At a glance
By Professor Paddy Miller
One of the biggest problems we have in business today is “mindset myopia”. We say that we need to adopt innovation, to digitalise business, to do things differently – but what we really need is to think differently.
Creating an environment that enables innovation is key. It’s easy enough to turn someone into an innovator, but we need managers who can create a space in which innovation is cultivated – we need innovation architects.
The problem with most managers is that they’re very good at solving problems and implementing clear-cut solutions. They’re very good at getting things done.
What they’re not good at is taking a step back and trying to look at a problem from a different angle.
Instead, they jump straight to the first solution, which is rarely the most effective. In some cases, they’re not even tackling the right problem.
For example, people complain that a lift is old and slow. Managers rush to install a new lift at great expense. But the real problem is that the lift seemed slow because everyone was using it in their lunch hour.
Staggering lunch hours, or encouraging use of the stairs, might have solved the problem in a cheaper and more efficient way.
So how can you get into the right mindset to reframe your business problems?
Create innovation architects
In financial services, thinking differently is very difficult. There’s the whole business of compliance, of regulators breathing down your neck.
People become constrained and it becomes easier to avoid trouble, rather than take risks and innovate. Large organisations end up buying start-ups because they can’t solve problems internally.
DBS (Development Bank of Singapore) recently won a prize for most innovative bank in the world. Among their many forward-thinking practices, they’ve introduced a requirement whereby middle managers must be involved in every start-up they support.
Those managers help the start-up get running, they learn as much as possible, then they bring them back into the bank. This way the CEO has made sure he is crafting in-house middle management innovation architects.
Change business language
Many businesses adhere to the age-old cliché of “we need to be more customer focused”.
While it’s great blurb to put on a T-shirt, are we actually solving customers’ problems by adopting this approach? Being close to the customer has completely different meanings in different contexts.
To get ahead, cut through the jargon and look directly at who your customers are and what problems they’re experiencing.
Fix the business environment
How you structure your organisation can greatly affect creative thinking. This includes working hours, whether you enable flexible and remote working, and what your actual work environment is like.
The acoustic design of a room, the tone of lighting, whether there are collaborative workspaces – these all combine to create an environment that influences creativity.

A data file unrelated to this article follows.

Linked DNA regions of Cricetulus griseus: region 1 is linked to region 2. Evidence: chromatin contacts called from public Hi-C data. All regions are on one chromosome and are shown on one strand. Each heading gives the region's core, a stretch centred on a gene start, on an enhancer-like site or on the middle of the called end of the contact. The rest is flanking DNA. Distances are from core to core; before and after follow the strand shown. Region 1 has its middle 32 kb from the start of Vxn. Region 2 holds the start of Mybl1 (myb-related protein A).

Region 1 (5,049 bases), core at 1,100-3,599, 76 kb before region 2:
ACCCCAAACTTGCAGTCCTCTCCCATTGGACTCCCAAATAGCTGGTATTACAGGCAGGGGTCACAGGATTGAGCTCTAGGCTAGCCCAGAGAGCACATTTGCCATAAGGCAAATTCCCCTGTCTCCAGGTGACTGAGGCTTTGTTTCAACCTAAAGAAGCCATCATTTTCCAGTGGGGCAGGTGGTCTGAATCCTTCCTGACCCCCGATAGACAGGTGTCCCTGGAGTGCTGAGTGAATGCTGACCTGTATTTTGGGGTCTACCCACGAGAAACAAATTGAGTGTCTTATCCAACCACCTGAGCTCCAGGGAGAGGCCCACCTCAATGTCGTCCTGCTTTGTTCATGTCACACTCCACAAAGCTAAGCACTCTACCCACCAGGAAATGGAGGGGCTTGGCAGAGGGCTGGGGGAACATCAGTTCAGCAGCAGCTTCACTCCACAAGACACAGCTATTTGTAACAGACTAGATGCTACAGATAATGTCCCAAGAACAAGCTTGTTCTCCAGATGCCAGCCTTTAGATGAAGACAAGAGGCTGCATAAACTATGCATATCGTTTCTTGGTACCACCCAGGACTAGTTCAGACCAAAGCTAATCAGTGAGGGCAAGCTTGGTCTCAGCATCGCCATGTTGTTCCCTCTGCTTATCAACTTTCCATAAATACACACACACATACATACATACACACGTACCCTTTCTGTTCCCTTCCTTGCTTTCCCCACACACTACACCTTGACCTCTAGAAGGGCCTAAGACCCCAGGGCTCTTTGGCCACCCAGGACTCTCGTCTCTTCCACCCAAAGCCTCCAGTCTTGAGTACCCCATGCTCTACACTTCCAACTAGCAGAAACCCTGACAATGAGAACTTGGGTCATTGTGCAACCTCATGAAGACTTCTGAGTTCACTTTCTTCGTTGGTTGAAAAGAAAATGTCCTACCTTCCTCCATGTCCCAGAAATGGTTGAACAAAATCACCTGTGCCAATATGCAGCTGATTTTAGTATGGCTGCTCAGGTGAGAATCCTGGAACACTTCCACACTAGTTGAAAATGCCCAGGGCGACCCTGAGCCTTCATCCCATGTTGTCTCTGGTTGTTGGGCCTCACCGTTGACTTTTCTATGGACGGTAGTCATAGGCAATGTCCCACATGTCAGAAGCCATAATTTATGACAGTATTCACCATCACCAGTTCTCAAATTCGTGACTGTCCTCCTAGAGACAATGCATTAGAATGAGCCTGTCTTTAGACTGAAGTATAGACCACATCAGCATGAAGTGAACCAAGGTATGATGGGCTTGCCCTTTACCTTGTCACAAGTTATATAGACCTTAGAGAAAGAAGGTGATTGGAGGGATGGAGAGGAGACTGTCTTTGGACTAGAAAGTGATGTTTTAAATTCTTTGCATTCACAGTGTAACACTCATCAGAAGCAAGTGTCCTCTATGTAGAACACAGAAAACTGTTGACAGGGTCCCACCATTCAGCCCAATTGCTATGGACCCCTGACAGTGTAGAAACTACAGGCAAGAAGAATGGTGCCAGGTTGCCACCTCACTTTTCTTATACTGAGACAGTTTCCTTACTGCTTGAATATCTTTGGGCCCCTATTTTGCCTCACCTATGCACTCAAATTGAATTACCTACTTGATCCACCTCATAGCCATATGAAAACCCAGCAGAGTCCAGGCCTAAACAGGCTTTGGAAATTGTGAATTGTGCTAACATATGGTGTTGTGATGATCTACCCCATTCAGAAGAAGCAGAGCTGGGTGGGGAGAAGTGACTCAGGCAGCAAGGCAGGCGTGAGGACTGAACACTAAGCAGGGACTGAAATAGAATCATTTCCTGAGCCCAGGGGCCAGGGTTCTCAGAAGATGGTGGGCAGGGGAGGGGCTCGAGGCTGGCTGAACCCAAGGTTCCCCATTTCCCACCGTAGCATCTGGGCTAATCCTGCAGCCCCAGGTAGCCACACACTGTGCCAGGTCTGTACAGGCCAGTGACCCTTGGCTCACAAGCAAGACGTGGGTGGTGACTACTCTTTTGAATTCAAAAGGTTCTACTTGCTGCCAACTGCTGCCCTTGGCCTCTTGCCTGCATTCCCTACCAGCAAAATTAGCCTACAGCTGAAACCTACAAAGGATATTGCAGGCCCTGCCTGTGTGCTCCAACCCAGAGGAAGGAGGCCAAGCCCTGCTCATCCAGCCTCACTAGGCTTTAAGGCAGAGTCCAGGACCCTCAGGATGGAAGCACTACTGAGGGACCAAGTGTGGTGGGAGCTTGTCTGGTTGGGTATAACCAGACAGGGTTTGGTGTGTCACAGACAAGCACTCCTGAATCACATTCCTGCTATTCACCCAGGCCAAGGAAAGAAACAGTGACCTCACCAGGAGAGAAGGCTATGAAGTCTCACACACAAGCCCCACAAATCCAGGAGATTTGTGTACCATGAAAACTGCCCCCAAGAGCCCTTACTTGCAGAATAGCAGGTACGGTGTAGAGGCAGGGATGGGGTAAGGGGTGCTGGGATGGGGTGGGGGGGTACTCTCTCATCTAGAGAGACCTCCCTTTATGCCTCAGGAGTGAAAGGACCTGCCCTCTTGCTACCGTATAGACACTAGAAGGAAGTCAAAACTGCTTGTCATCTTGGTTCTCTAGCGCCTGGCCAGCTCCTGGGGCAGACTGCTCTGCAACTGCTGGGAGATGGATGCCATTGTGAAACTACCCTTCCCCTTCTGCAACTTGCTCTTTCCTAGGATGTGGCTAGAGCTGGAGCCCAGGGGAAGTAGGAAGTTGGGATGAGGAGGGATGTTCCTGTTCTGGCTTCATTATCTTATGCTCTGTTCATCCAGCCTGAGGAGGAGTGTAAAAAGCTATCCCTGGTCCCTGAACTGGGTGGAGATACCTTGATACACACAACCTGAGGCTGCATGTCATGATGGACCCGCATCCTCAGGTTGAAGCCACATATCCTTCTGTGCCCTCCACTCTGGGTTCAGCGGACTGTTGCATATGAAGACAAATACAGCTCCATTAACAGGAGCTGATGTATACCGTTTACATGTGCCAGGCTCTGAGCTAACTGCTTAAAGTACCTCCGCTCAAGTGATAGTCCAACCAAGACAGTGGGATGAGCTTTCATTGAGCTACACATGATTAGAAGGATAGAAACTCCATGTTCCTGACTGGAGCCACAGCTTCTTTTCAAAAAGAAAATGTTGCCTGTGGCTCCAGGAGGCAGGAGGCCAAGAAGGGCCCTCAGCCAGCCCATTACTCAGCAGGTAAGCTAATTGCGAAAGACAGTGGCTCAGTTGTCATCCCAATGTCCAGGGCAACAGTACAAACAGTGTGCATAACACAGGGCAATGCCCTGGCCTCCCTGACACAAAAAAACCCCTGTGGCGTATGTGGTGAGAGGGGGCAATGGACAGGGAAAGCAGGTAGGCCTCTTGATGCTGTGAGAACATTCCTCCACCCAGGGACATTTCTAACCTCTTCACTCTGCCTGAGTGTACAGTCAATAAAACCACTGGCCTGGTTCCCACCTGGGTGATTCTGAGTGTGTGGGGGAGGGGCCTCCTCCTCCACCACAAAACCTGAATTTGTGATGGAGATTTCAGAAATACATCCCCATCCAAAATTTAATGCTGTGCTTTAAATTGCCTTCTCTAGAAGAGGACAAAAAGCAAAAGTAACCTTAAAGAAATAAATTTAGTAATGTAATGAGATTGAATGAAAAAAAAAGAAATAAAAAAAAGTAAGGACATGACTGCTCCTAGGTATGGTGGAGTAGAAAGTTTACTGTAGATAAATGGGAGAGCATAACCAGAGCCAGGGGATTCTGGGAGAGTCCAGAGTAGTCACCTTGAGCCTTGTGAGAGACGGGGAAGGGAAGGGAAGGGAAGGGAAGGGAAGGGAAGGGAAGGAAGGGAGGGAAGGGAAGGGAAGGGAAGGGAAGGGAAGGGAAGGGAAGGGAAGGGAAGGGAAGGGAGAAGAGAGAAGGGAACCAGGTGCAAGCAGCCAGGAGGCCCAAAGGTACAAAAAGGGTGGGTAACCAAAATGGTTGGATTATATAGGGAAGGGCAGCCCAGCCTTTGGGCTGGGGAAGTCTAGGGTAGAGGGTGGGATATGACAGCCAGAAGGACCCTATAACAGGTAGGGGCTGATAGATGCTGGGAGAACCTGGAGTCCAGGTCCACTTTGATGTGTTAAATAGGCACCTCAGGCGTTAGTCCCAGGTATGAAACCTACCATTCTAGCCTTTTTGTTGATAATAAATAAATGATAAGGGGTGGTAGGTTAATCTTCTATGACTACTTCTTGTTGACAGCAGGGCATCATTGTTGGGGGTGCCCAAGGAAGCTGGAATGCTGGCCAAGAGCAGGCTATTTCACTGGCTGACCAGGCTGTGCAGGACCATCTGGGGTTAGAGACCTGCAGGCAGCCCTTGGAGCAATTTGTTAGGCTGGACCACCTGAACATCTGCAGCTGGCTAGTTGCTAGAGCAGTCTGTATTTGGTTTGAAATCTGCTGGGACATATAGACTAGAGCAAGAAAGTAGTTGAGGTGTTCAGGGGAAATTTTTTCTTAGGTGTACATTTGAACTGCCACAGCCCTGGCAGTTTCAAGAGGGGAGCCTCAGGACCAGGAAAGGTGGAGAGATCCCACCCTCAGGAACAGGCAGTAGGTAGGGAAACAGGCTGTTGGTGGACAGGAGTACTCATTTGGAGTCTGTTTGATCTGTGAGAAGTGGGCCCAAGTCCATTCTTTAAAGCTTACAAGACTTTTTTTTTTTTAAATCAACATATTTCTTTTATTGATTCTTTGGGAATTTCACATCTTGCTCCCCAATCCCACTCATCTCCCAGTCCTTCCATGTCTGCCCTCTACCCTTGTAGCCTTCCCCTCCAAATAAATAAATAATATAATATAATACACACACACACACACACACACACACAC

The devil is in the detail. Successful innovative businesses consider all minor details and prioritise worker flexibility.
In the office, there are areas to meet collaboratively, while staff are encouraged to work when they want – sometimes taking extended lunch breaks or starting later in the day.
Studies show that remote workers can be more engaged than on-site workers, and moving to a flexible work model saw productivity gains of up to 60 per cent for Fortune 100 companies.
Look at the bigger picture
Instead of focusing on the successes and failures of individual projects, there’s more to gain by thinking broadly.
Once you get the culture right, you’ll realise that every project outcome is a learning experience.
Communicate openly and honestly across the company – if it’s spoken about, the failings of one project may help solve issues experienced by another team.
Apply some pressure
Introducing time constraints to fix an issue can encourage people to be more creative. A pressured environment often inspires, forcing more innovative solutions to surface. It’s a great way to reframe existing problems.
Of course, how long it takes to fix a problem depends on its nature and scale.
For a large issue, like introducing a new product to the market, you should aim to spend a week reframing it, then have a prototype ready within 100 days.
There are many variables that affect these timescales, but it’s important to put rigid deadlines in place.
Ultimately, with the right environment and language, the adoption of an entirely fresh perspective and a little pressure, business problems can be approached with colourful innovation instead of stale tradition.
This not only presents better everyday solutions, but fosters a more creative work environment in general.
Paddy Miller is Professor of Management at IESE Business School in Barcelona, one of the top ranked business schools in the world. Raised in Cape Town, he is a Spanish citizen of 30 years and he now lives in Asia, as he is constantly seeking opportunities to learn about innovation in different parts of the world.